Cuba Gooding Jr plays the Major in charge of the 332nd, but there's almost nothing to the role. There are opportunities, certainly, but for the most part it seems any form of characterisation at script-level or in performance has been subsumed into fiddling with a pipe. Above him, as Colonel Bullard, Terrence Howard does well responding to Pentagon in-fighting (and racism) but later scenes fall too readily back to "you're the best damn detective/doctor/pilot we have!" cliché, and for all Howard's talent the script just won't be sold.
Fortunately, lots of that Star Wars money was spent on special effects. Lucasfilm come through in spades, the aerial battles are full of subtly matched lighting and shadows on clouds, the same green screens that put Hayden Christiansen into a variety of Jedi fighters are more than able to put the cast behind the controls of P-40 Warhawks and P-51 Mustangs. The assembled bomber flights seem ridiculous, but hundreds of aircraft were not an uncommon sight. The best two engagements are probably Easy's flight attacking a train, one of the best insights into his character and that of wingman 'Lighting'; and the air cover the unit provides for the landings of 'Operation Shingle'.
During that battle the unit acquires its nemesis: German pilots, striking from a hidden base, attack the beach. Leading them is "Pretty Boy", a fighter-ace with a duelling scar and a distinctive yellow-nosed aeroplane. After the dogfight, our heroes follow his damaged aircraft back, inflicting heavy casualties on the Axis airfield. While the Allied landing is vast in scale, it suffers in comparison to the memory of Spielberg's Omaha Beach. The later battles stretch historical credibility - the "red-tail angels" had a good record escorting bomber fleets, but not a perfect one, and while singular engagements with a German Destroyer and a climactic battle with jet-propelled wunderwaffe Me-262s are exciting, the biggest battle for the Tuskegee Airmen wasn't in the air, but on the ground.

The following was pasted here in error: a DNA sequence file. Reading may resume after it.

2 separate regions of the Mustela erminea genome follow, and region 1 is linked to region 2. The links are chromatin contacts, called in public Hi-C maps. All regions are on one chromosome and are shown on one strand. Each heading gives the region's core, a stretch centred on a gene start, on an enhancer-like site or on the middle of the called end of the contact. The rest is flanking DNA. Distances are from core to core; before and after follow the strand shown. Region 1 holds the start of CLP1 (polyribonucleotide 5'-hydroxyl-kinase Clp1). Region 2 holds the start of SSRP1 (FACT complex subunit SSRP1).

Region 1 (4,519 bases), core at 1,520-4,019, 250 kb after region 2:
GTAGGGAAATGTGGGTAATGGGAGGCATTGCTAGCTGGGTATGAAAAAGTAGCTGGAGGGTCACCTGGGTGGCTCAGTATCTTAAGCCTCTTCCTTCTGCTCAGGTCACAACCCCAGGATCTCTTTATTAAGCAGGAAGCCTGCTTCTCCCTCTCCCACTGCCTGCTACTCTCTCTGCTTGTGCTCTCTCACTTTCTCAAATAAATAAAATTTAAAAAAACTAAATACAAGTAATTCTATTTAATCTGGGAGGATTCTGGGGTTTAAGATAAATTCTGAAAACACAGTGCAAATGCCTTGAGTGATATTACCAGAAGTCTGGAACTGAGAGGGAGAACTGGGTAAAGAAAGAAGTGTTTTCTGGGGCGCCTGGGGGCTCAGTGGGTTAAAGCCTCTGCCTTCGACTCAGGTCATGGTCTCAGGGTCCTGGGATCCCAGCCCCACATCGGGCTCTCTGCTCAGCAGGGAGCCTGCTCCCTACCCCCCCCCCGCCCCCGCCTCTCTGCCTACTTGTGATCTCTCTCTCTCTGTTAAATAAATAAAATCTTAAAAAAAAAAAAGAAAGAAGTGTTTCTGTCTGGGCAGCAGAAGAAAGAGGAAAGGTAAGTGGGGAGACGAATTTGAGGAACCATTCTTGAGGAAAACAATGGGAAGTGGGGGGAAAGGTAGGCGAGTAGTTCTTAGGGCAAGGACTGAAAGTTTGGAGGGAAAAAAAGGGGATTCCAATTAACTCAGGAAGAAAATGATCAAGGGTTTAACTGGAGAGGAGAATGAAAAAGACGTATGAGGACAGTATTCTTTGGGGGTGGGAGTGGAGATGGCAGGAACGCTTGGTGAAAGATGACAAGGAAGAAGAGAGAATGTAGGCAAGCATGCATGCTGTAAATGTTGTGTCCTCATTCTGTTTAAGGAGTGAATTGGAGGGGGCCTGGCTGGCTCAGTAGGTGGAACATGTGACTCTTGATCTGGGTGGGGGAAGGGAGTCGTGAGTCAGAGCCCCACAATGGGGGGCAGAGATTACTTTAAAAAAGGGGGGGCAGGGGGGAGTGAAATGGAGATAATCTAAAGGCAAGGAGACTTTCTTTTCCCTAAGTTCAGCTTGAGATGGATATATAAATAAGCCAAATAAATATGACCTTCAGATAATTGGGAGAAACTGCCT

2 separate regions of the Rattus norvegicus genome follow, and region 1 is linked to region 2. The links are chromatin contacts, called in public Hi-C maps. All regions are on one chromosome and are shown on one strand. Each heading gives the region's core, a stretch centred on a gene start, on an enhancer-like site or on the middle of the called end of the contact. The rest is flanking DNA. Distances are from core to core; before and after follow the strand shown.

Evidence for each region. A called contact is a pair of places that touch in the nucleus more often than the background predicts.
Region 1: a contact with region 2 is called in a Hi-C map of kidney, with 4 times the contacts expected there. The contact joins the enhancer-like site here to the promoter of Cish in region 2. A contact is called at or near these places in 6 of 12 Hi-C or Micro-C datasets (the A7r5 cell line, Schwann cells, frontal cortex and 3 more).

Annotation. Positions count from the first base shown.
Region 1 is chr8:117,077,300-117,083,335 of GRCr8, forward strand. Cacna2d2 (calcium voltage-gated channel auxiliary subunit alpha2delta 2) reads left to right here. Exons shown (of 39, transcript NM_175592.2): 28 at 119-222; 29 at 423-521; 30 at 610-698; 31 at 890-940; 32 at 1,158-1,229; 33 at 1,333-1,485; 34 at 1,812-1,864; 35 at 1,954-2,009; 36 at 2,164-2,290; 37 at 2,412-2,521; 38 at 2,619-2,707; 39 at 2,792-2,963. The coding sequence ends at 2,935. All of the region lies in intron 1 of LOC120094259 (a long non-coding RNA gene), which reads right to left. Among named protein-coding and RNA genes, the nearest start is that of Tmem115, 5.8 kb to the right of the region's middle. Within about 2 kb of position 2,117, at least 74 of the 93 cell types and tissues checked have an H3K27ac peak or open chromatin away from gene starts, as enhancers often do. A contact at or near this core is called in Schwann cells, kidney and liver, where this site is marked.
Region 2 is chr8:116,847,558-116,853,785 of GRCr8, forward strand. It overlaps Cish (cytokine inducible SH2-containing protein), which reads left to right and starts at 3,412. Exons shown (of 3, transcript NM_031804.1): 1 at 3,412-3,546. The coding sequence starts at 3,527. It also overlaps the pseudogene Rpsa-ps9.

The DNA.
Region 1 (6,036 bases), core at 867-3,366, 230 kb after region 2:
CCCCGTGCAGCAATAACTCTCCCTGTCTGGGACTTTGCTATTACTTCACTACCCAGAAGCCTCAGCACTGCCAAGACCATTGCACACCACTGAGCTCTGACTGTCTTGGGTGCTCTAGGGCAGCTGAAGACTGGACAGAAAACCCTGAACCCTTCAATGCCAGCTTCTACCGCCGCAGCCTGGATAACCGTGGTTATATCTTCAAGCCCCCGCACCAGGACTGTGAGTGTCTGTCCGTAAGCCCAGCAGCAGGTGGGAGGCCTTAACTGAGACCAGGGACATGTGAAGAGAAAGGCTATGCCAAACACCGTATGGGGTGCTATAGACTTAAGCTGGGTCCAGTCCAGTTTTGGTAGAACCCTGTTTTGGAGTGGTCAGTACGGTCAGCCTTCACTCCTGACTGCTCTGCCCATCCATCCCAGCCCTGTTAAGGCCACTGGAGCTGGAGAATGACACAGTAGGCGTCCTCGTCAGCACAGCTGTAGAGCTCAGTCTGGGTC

While there are scenes in the 'whites-only' Officer's club, inter-racial bonding in Stalag 18, back-room contempt for the 'experiment' in black aviation delivered ably by Bryan Cranston, the most striking thing about the racism is that there just doesn't seem to be enough of it. In the same way that it's surprising in The Red Machine that there's no smoking, the 1940s were a cultural landscape far removed from modern sensibilities. Lightning is able to court an Italian, Sofia, played by Daniela Ruah, but the biggest obstacle to their courtship is that her mother chaperones their first date. There are no white officers among the film's 332nd, though concerns about white men serving under black officers prevented many Tuskegee Airmen from receiving promotions. There's also little mention of the unit's legacy: of the fact that they had integrated training for ground crews, for flight-surgeons; or the role their success played in desegregating US Armed Forces in 1948.
Given space to develop on HBO or similar this could have been brilliant. Crowbarring pedestrian stories of personal issues (who would have expected cockiness among fighter pilots?) into a fictive history seems wasteful. It's hard to tell whether it's the paper-thin characters over the cracks in the historical record, or the wash of 'authenticity' over boiler-plate drama, but for all its soaring ambition the low quality of its construction ensures that Red Tails won't fly.Reviewed on: 31 May 2012